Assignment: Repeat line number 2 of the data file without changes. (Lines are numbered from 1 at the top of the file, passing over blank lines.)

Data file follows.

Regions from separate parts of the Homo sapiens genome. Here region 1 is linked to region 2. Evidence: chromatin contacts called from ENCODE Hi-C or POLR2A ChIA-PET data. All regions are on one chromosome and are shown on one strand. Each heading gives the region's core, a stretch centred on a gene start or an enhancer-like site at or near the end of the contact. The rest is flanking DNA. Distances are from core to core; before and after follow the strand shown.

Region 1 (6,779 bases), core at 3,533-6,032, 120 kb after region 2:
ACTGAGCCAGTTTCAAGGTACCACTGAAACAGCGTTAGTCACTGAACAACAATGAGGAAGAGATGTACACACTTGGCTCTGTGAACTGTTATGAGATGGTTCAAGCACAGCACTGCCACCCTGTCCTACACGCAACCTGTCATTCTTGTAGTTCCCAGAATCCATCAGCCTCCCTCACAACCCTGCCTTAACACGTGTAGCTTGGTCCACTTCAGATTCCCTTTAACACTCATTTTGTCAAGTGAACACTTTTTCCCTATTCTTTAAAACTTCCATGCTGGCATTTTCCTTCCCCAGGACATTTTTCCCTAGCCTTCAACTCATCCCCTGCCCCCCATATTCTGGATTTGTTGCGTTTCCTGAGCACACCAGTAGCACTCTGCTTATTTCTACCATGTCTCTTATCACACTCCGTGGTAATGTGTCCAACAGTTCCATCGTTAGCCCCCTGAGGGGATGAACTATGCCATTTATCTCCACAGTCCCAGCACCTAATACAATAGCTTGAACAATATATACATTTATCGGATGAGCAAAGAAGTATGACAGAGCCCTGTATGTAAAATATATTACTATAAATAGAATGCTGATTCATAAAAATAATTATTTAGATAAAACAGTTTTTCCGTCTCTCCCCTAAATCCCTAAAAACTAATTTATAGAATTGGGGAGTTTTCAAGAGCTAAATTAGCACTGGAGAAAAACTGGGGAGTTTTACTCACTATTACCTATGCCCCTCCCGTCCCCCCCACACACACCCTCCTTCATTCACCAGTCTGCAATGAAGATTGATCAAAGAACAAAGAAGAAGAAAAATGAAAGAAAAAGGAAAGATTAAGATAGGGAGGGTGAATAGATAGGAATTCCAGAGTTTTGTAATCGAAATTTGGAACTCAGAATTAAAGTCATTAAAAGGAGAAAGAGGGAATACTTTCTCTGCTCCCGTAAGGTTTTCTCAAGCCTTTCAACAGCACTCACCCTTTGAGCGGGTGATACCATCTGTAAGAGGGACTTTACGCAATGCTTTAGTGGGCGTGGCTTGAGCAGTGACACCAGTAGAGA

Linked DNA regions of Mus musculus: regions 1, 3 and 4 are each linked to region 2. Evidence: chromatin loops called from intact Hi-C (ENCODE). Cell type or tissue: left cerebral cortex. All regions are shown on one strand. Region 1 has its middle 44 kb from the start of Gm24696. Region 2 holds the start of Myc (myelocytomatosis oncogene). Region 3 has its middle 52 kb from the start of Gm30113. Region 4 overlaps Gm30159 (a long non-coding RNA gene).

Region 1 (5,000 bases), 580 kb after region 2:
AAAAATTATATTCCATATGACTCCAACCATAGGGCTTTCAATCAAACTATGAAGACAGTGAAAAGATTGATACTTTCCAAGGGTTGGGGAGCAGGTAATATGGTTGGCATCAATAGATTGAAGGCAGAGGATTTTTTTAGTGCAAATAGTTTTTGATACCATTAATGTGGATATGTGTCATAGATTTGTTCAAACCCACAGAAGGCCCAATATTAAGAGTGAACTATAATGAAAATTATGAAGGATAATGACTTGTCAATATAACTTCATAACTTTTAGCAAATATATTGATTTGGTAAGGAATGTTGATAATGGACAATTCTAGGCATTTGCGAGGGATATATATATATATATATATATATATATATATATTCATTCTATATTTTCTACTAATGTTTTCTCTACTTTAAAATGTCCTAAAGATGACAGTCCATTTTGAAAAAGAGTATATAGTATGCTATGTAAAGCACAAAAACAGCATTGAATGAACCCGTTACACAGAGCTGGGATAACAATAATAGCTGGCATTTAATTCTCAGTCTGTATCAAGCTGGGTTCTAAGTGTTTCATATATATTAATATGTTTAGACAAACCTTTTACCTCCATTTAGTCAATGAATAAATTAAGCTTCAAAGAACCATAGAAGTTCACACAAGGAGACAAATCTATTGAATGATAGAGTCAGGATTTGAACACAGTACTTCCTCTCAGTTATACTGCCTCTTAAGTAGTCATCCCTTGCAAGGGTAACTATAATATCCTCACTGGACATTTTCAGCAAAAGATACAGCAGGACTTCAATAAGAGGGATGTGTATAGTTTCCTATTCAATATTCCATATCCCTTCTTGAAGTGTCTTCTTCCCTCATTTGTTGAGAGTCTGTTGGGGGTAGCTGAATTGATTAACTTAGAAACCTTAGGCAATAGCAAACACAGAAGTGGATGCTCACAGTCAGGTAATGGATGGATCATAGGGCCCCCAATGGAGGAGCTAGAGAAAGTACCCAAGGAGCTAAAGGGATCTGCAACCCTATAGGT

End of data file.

Region 1 (6,779 bases), core at 3,533-6,032, 120 kb after region 2: